The University of California, Berkeley has suspended a tenured East Asian languages and cultures department professor after finding last year that he sexually harassed a female doctoral candidate and created a hostile work environment.
Professor Alan Tansman agreed on Nov. 20 to a two-year suspension with one year unpaid and the other partially paid, according to a letter sent to the former student obtained by the San Francisco Chronicle and detailed in a story published Wednesday.
The letter said the unpaid suspension of Tansman, a specialist in modern Japanese literature and culture, "represents a significant loss of income of over $190,000, in addition to a loss of all benefits, including service credit toward his retirement."
UC Berkeley declined to provide the letter to The Associated Press, saying personnel matters are confidential.
In a statement Wednesday about the suspension that omitted the professor's name, the university said it concluded that between 2007 and 2009 a professor in the Arts and Humanities Division engaged in "unwelcomed verbal conduct of a sexual nature that was found to be sufficiently severe that it created a hostile environment and interfered with a complainant's study and work."
It added that that the university and the professor agreed in a settlement on the suspension and "two-year limited access to the University of California."
"At all times, the Professor denied, and continues to deny, the allegations and maintains that he did not engage in conduct that violated the SVSH Policy or the Faculty Code of Conduct," the university statement said.
Tansman did not immediately respond to an email seeking comment.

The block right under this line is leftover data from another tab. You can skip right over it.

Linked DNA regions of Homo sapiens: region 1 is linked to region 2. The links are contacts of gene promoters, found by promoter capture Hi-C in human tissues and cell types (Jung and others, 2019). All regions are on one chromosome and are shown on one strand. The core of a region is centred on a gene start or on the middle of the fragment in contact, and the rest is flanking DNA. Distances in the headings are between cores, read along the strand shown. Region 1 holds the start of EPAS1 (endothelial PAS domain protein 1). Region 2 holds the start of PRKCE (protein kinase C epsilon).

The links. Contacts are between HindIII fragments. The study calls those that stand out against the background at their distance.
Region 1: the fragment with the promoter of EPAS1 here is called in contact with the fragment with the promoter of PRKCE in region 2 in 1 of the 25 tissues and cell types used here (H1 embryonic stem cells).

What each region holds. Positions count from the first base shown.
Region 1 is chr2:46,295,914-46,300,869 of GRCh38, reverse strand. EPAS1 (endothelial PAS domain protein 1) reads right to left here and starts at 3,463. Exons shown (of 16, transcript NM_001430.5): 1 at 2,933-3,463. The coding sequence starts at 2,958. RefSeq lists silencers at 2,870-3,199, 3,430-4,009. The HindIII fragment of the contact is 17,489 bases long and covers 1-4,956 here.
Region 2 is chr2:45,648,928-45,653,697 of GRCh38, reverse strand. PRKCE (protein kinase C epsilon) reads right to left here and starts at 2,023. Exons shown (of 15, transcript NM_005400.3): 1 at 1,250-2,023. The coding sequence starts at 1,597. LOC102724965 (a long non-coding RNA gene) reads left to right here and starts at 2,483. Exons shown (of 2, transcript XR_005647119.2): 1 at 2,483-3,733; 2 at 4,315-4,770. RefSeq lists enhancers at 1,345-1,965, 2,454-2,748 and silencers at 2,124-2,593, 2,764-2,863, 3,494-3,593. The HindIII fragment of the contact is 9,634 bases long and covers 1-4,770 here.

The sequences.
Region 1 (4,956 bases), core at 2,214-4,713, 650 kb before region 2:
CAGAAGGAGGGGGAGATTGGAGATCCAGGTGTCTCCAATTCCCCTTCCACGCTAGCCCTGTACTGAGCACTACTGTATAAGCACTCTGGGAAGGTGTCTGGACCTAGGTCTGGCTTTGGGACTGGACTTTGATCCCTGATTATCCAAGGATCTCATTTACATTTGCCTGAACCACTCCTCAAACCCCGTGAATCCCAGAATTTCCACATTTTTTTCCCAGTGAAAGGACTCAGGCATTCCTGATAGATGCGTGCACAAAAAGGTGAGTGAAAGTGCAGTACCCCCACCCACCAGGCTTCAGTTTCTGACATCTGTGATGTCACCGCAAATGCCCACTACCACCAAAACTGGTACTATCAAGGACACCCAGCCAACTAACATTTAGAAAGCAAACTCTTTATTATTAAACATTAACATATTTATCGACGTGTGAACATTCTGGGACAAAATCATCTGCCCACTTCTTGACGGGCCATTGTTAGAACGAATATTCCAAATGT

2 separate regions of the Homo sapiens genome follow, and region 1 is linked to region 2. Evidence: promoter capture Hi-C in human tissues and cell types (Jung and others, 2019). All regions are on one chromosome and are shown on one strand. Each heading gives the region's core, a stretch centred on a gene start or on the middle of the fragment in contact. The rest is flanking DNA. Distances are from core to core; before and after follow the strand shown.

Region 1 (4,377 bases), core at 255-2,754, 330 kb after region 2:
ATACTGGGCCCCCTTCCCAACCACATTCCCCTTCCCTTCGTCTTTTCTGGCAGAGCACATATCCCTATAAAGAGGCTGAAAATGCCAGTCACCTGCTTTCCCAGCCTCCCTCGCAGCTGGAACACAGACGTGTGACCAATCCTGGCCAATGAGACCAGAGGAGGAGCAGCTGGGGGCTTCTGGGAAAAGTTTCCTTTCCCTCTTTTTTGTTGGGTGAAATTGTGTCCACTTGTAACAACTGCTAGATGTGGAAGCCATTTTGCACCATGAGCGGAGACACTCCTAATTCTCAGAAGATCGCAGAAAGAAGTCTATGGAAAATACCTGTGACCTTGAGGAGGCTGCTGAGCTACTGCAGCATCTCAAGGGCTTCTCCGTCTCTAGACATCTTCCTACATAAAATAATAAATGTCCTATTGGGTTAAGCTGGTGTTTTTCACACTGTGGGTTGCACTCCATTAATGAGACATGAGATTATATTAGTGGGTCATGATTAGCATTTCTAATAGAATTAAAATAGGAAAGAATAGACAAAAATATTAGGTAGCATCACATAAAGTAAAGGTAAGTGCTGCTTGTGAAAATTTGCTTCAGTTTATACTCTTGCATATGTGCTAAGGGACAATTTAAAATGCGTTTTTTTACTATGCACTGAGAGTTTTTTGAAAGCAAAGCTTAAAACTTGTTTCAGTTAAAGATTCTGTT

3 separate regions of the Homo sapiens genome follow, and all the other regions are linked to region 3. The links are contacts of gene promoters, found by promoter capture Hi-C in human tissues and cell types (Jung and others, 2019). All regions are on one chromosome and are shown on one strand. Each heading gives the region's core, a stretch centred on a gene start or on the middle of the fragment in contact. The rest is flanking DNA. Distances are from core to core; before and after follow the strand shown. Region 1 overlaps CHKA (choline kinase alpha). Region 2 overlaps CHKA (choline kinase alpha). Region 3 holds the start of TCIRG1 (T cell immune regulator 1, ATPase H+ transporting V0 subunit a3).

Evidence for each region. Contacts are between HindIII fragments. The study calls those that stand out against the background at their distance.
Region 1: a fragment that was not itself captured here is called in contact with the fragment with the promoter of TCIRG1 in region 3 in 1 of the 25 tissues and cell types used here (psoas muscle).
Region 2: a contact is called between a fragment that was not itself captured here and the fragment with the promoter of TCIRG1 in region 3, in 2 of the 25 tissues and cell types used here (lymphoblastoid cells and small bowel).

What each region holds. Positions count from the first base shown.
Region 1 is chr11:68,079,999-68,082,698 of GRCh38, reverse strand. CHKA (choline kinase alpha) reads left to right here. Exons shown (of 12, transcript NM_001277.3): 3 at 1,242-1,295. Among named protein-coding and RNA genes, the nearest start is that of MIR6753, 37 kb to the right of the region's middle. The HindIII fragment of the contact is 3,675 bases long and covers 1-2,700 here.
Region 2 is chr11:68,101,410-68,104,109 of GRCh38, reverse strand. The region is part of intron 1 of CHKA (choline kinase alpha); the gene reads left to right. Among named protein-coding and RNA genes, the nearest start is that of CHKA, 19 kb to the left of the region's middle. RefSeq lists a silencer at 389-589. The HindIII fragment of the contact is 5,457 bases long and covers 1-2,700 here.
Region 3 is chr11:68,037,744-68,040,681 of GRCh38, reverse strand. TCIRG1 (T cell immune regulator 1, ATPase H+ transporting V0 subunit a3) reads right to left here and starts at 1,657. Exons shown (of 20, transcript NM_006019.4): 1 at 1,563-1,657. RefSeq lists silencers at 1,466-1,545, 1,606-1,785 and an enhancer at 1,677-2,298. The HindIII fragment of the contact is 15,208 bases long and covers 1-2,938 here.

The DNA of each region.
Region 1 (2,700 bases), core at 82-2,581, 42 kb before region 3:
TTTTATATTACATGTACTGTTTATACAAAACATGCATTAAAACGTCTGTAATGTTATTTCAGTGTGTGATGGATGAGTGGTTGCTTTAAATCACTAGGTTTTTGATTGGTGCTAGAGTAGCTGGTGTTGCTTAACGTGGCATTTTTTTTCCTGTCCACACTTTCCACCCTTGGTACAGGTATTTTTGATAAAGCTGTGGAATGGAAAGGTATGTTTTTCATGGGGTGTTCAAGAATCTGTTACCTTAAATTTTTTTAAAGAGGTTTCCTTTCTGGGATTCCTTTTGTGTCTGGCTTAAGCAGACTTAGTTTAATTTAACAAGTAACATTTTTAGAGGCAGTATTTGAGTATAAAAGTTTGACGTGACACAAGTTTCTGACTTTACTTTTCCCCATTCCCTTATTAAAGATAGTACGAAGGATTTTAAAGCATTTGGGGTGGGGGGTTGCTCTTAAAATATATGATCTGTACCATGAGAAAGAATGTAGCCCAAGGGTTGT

Also as part of the agreement, Tansman lost his endowed chair and may not participate in department activities or access his office until July 1, 2020. He is also prohibited from serving on new graduate student committees until June 30, 2022, according to the letter to his former student.
The professor's former student told the newspaper that the terms of the agreement appalled her and that Tansman should have been fired.
"He was able to broker a devil's deal," said the woman. "It's an affront to anyone who reports sexual harassment."
She told the Chronicle she tried to report Tansman's behavior in 2009 but was told she would have to find witnesses to come forward and write a detailed report.
In 2017, she filed a second report after being inspired by the (hash)MeToo movement and a new process to file complaints about sexual harassment. It prompted the investigation.
The newspaper and the statement from the university did not name the woman, who the Chronicle reported is now a tenured professor at another university. The Associated Press typically does not name alleged victims of sexual harassment.